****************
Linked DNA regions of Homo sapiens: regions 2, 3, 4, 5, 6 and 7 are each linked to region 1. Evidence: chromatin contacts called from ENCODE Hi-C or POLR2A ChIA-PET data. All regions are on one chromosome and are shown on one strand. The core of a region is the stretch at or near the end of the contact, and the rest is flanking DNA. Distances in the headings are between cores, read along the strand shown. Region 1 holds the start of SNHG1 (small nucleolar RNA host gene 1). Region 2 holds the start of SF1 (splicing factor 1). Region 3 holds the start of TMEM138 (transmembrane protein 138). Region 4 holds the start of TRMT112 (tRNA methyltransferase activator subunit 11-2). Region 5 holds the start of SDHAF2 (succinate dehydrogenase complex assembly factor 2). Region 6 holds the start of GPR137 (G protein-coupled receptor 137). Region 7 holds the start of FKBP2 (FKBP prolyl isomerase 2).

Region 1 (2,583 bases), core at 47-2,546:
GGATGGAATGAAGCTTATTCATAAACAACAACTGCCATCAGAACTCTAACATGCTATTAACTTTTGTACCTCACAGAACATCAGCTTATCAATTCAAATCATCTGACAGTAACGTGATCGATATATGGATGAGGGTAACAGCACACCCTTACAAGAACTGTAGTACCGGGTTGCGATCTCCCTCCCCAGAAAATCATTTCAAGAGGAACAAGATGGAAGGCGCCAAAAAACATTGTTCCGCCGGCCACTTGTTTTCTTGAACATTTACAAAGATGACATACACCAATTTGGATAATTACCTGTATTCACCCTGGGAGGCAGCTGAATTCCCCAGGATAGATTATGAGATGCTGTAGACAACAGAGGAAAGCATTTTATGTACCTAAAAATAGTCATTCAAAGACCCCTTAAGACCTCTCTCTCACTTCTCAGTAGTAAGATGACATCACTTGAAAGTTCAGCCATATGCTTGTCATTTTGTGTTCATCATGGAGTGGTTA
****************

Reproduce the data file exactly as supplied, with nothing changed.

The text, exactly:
Linked DNA regions of Homo sapiens: regions 2, 3, 4, 5, 6 and 7 are each linked to region 1. Evidence: chromatin contacts called from ENCODE Hi-C or POLR2A ChIA-PET data. All regions are on one chromosome and are shown on one strand. The core of a region is the stretch at or near the end of the contact, and the rest is flanking DNA. Distances in the headings are between cores, read along the strand shown. Region 1 holds the start of SNHG1 (small nucleolar RNA host gene 1). Region 2 holds the start of SF1 (splicing factor 1). Region 3 holds the start of TMEM138 (transmembrane protein 138). Region 4 holds the start of TRMT112 (tRNA methyltransferase activator subunit 11-2). Region 5 holds the start of SDHAF2 (succinate dehydrogenase complex assembly factor 2). Region 6 holds the start of GPR137 (G protein-coupled receptor 137). Region 7 holds the start of FKBP2 (FKBP prolyl isomerase 2).

Region 1 (2,583 bases), core at 47-2,546:
GGATGGAATGAAGCTTATTCATAAACAACAACTGCCATCAGAACTCTAACATGCTATTAACTTTTGTACCTCACAGAACATCAGCTTATCAATTCAAATCATCTGACAGTAACGTGATCGATATATGGATGAGGGTAACAGCACACCCTTACAAGAACTGTAGTACCGGGTTGCGATCTCCCTCCCCAGAAAATCATTTCAAGAGGAACAAGATGGAAGGCGCCAAAAAACATTGTTCCGCCGGCCACTTGTTTTCTTGAACATTTACAAAGATGACATACACCAATTTGGATAATTACCTGTATTCACCCTGGGAGGCAGCTGAATTCCCCAGGATAGATTATGAGATGCTGTAGACAACAGAGGAAAGCATTTTATGTACCTAAAAATAGTCATTCAAAGACCCCTTAAGACCTCTCTCTCACTTCTCAGTAGTAAGATGACATCACTTGAAAGTTCAGCCATATGCTTGTCATTTTGTGTTCATCATGGAGTGGTTA